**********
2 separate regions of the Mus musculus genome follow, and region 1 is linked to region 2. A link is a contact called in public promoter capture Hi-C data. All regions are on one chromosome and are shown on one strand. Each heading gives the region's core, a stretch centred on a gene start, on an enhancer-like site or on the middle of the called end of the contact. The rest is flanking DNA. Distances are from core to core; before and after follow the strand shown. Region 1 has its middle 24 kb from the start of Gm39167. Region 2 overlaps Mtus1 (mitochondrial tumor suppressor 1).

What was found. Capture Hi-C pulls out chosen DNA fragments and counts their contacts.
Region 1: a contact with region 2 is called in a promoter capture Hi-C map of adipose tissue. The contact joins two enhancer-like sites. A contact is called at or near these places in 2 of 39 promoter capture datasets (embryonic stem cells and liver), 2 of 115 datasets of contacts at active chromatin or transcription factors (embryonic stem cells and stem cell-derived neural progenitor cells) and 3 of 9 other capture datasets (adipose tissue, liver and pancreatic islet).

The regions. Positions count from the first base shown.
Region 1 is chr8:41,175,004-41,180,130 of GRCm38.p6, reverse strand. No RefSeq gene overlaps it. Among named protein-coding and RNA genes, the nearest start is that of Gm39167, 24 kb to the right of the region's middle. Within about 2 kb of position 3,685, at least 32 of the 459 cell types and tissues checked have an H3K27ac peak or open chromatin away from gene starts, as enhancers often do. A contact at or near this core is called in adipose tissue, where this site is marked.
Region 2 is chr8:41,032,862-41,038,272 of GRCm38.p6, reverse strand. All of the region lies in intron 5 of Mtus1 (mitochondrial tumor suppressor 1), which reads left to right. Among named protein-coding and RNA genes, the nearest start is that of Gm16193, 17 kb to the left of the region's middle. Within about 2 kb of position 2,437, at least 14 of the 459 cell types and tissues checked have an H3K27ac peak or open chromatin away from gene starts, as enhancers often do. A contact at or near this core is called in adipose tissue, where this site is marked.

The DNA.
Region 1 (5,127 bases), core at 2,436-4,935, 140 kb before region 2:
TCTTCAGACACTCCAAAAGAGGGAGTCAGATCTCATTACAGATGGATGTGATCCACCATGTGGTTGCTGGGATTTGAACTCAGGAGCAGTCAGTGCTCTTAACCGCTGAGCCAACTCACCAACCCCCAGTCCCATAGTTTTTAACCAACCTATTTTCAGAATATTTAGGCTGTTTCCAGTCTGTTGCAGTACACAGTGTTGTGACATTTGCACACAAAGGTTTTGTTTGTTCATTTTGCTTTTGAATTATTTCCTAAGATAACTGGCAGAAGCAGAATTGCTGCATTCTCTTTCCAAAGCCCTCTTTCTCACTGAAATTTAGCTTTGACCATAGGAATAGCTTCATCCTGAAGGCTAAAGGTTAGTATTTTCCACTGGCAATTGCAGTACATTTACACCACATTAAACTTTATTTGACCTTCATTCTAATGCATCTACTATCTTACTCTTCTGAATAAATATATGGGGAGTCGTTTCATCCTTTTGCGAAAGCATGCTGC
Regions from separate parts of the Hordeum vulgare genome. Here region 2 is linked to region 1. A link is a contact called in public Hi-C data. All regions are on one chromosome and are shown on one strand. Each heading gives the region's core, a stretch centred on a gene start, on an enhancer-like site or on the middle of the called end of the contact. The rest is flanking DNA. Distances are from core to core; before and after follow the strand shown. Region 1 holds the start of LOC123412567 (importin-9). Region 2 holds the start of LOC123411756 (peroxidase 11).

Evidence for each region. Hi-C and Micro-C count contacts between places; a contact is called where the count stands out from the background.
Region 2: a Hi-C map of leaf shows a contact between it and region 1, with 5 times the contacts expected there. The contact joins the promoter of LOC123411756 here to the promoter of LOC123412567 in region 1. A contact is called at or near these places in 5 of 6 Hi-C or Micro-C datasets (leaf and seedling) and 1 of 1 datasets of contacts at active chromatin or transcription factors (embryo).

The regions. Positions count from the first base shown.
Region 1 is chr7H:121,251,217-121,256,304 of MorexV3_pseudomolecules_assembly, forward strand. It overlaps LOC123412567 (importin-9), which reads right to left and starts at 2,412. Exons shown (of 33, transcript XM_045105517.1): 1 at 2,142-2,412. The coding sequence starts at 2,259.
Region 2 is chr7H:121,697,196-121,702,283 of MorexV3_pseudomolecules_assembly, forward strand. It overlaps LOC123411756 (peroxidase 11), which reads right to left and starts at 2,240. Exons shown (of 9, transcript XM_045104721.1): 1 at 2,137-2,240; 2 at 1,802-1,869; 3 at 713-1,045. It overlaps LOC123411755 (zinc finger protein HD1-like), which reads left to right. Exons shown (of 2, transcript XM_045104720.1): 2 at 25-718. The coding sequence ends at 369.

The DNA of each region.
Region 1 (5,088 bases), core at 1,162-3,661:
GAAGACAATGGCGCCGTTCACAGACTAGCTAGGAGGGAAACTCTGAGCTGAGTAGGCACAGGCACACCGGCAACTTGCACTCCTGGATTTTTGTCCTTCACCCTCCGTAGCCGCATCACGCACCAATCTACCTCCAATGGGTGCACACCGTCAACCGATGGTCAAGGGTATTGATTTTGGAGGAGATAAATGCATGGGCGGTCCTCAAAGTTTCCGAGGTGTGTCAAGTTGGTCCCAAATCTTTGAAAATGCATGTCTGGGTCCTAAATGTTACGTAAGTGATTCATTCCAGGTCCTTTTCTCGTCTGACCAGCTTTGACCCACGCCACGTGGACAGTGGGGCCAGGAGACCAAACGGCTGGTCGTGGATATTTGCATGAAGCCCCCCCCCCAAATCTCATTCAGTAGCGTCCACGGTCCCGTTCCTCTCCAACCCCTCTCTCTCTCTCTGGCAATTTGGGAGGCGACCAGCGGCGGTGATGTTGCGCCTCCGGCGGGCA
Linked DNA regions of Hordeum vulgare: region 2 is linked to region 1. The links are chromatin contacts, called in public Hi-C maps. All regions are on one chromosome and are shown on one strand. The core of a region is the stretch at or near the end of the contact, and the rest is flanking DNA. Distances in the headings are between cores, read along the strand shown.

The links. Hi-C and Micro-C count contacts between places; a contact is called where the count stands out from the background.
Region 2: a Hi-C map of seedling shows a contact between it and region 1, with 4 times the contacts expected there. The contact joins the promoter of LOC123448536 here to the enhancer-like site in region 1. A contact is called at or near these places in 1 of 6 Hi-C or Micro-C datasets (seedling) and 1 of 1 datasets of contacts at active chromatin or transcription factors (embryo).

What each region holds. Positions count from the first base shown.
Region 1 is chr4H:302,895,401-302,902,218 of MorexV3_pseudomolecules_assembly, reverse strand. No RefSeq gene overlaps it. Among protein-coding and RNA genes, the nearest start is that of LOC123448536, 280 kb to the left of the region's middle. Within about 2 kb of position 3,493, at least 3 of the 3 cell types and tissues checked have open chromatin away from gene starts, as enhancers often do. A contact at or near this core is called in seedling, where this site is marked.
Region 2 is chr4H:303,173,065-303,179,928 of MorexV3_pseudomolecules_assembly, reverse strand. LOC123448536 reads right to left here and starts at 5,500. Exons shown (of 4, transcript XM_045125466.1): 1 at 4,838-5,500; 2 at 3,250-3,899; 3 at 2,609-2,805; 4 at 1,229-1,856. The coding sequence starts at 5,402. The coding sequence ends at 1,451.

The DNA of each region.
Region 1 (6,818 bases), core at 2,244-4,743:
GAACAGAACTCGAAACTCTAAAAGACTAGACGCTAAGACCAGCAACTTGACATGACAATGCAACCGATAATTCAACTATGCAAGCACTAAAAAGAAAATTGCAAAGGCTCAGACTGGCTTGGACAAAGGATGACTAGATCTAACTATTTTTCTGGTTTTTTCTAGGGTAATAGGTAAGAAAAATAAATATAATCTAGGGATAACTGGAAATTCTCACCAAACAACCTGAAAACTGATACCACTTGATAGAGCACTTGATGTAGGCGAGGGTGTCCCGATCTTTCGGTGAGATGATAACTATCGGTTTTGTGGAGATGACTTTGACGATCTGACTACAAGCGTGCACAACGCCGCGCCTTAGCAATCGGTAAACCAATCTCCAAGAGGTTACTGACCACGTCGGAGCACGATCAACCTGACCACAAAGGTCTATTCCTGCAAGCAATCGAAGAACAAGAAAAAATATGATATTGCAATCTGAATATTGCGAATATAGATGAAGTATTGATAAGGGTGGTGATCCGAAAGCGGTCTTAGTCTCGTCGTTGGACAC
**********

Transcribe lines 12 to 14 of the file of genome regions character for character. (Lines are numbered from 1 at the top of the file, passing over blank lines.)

Region 2: a Hi-C map of leaf shows a contact between it and region 1, with 5 times the contacts expected there. The contact joins the promoter of LOC123411756 here to the promoter of LOC123412567 in region 1. A contact is called at or near these places in 5 of 6 Hi-C or Micro-C datasets (leaf and seedling) and 1 of 1 datasets of contacts at active chromatin or transcription factors (embryo).

The regions. Positions count from the first base shown.
Region 1 is chr7H:121,251,217-121,256,304 of MorexV3_pseudomolecules_assembly, forward strand. It overlaps LOC123412567 (importin-9), which reads right to left and starts at 2,412. Exons shown (of 33, transcript XM_045105517.1): 1 at 2,142-2,412. The coding sequence starts at 2,259.